The term "menstrual health" is increasingly used but suffers with lack of a consistent definition. Others highlight the breadth of menstrual health issues. Periods (menstruation) have been far too long taboo and understudied. We need to talk about periods, break taboos around menstruation, educate young people who menstruate, their parents, and communities about this normal physiological process. Heavy menstrual bleeding (HMB) is a common and too often a hidden reproductive health problem reported across the reproductive life span:  a source of embarrassment, school/ college absences, affecting relationships, mental health and work. Heavy menstrual bleeding is a leading cause of anaemia and iron deficiency globally. This debilitating symptom may not be life-threatening, but it is life-altering. We need a deeper understanding of menstruation. It is a natural physiological event and is a remarkable “wound” that repeatedly repairs each month.

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14:10-14:25 The sexual health and wellbeing of women: The National Survey of Sexual Attitudes and Lifestyles

Professor Pam Sonnenberg, Institute for Global Health, UCL

Abstract

The National Surveys of Sexual Attitudes and Lifestyles - Natsal - are among the largest bio-behavioural surveys of sexual behaviour in the world. Natsal was first run in 1990 and has taken place approximately every 10 years since, with over 45,000 people having taken part to date. The random probability sample design means that the results are broadly representative of the British general population. 

As serial probability surveys, Natsal provides a comprehensive picture of the sexual health of the nation and shows how this has changed over time and across generations. Natsal has captured striking changes in people born over much of the 20th Century (e.g. the decline in age at first sex) and provides the evidence-base for major sexual and reproductive health interventions and monitoring their impact.

Using data from Natsal, this talk will describe the sexual lifestyles of women over the life-course, as well as interventions to improve sexual and reproductive health.

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14:25-14:40 Pelvic floor dysfunction after childbirth: can we predict and prevent it?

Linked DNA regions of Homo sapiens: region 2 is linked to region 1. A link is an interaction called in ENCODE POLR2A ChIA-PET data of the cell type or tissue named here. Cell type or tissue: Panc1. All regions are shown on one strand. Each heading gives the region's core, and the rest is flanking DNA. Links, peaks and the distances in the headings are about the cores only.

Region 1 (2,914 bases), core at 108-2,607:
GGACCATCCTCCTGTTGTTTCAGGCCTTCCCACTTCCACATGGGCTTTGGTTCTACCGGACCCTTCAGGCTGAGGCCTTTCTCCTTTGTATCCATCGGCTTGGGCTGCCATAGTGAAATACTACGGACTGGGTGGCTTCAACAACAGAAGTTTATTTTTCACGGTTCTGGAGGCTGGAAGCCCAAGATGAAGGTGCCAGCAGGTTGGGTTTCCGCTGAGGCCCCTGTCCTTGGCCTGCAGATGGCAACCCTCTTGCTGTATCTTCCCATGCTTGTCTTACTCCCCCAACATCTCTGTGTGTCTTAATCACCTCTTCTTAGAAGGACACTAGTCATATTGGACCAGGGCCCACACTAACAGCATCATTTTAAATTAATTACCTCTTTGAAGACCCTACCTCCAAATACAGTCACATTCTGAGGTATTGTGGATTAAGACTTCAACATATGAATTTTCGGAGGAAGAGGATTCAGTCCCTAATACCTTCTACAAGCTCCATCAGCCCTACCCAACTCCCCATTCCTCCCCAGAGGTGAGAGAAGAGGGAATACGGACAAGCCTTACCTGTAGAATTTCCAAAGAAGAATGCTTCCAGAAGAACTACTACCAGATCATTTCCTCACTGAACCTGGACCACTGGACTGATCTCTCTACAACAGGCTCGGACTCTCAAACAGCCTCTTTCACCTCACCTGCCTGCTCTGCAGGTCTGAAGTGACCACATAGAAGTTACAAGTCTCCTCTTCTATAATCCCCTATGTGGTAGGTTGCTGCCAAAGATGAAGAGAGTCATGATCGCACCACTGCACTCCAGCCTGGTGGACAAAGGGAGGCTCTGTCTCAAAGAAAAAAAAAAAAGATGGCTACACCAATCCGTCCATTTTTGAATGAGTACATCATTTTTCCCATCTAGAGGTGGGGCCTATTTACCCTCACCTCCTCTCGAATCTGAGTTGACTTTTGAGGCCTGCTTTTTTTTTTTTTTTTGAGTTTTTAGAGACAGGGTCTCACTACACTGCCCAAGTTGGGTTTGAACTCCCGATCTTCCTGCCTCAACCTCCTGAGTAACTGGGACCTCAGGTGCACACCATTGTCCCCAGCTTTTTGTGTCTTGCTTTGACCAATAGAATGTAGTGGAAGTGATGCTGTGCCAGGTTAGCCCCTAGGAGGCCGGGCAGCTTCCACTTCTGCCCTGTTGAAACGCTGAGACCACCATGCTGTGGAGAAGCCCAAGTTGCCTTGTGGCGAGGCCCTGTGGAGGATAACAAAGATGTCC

Professor Suzanne Hagen, Deputy Director, Nursing, Midwifery and Allied Health Professions Research Unit, Glasgow Caledonian University

Abstract

Pelvic floor dysfunction is a common problem after childbirth. The prevalence of postnatal PFD (urinary incontinence, faecal incontinence, pelvic organ prolapse) varies in the literature according to definition, method of data collection and follow-up duration. Few studies have followed a large cohort to monitor the prevalence over time. In our longitudinal study, a population of 7,879 primiparous and multiparous women were originally recruited three months after giving birth. We have continued to follow up our birth cohort; 4,214 women responded at 6 years after index birth, and 3,763 at 12 years.  We present here the analysis of data collected in the UK from this multicentre study on the prevalence of PFD 26 years after index birth according to delivery mode history. We also discuss how these data can be used to help predict which women are at risk of PFD and how this might be prevented.

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14:40-14:55 Using digital technology to empower women about their health

Jenny Thomas, Programme Director, DigitalHealth.London

Abstract

FemTech, short for ‘Female Technology’, refers to services, products and software which are created with a specific focus for those who identify as women. This area of technology represents a real opportunity to revolutionise the NHS and other health systems by making improvements in health and care that can benefit all women, including trans-women and non-binary individuals that may benefit from FemTech services. Solutions can be as simple as a period tracker app, to life-saving cervical and breast cancer detection, reducing the time to diagnosis for conditions such as endometriosis and improved services for adolescent mental health. More importantly, FemTech has the potential to help those who identify as women, to understand their bodies and empower them to manage their own health. There are many in the NHS who like me, are excited about the opportunities of health technology to be a force for good, and there are now a growing number who also recognise the specific opportunities that exist through FemTech. Join our symposium to find out more about FemTech, the importance of evidenced based, inclusive solutions, and why you and your organisation should embrace FemTech now.

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14:55-15:10 Menopause: the unmet need and exploration of the potential role of a non-hormonal treatment for symptoms

Dr Mary Kerr, CEO, NeRRE Therapeutics

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15:10-15:35 Q&A

Professor Hilary Critchley, Professor of Reproductive Medicine, MRC Centre for Reproductive Health, University of Edinburgh
Professor Pam Sonnenberg, Institute for Global Health, UCL
Professor Suzanne Hagen, Deputy Director, Nursing, Midwifery and Allied Health Professions Research Unit, Glasgow Caledonian University
Jenny Thomas, Programme Director, DigitalHealth.London
Dr Mary Kerr, CEO, NeRRE Therapeutics

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15:35-15:45

Break

15:45-16:35

Panel discussion

1 talk Show detail Hide detail

Chairs

Dr Pauline Williams CBE FMedSci, GSK

Diversity and inclusion, empowerment of women in women's health and the importance of an evidence-based approach

A. Metin Gülmezoglu, Executive Director, Concept Foundation
Professor Dame Lesley Regan, Secretary General, International Federation of Gynecology and Obstetrics
Dr Christine Ekechi, consultant obstetrician and gynaecologist, Imperial College Healthcare NHS Trust
Dr Lilian Hunt, EDIS, Wellcome Trust

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16:35-16:40

Closing Remarks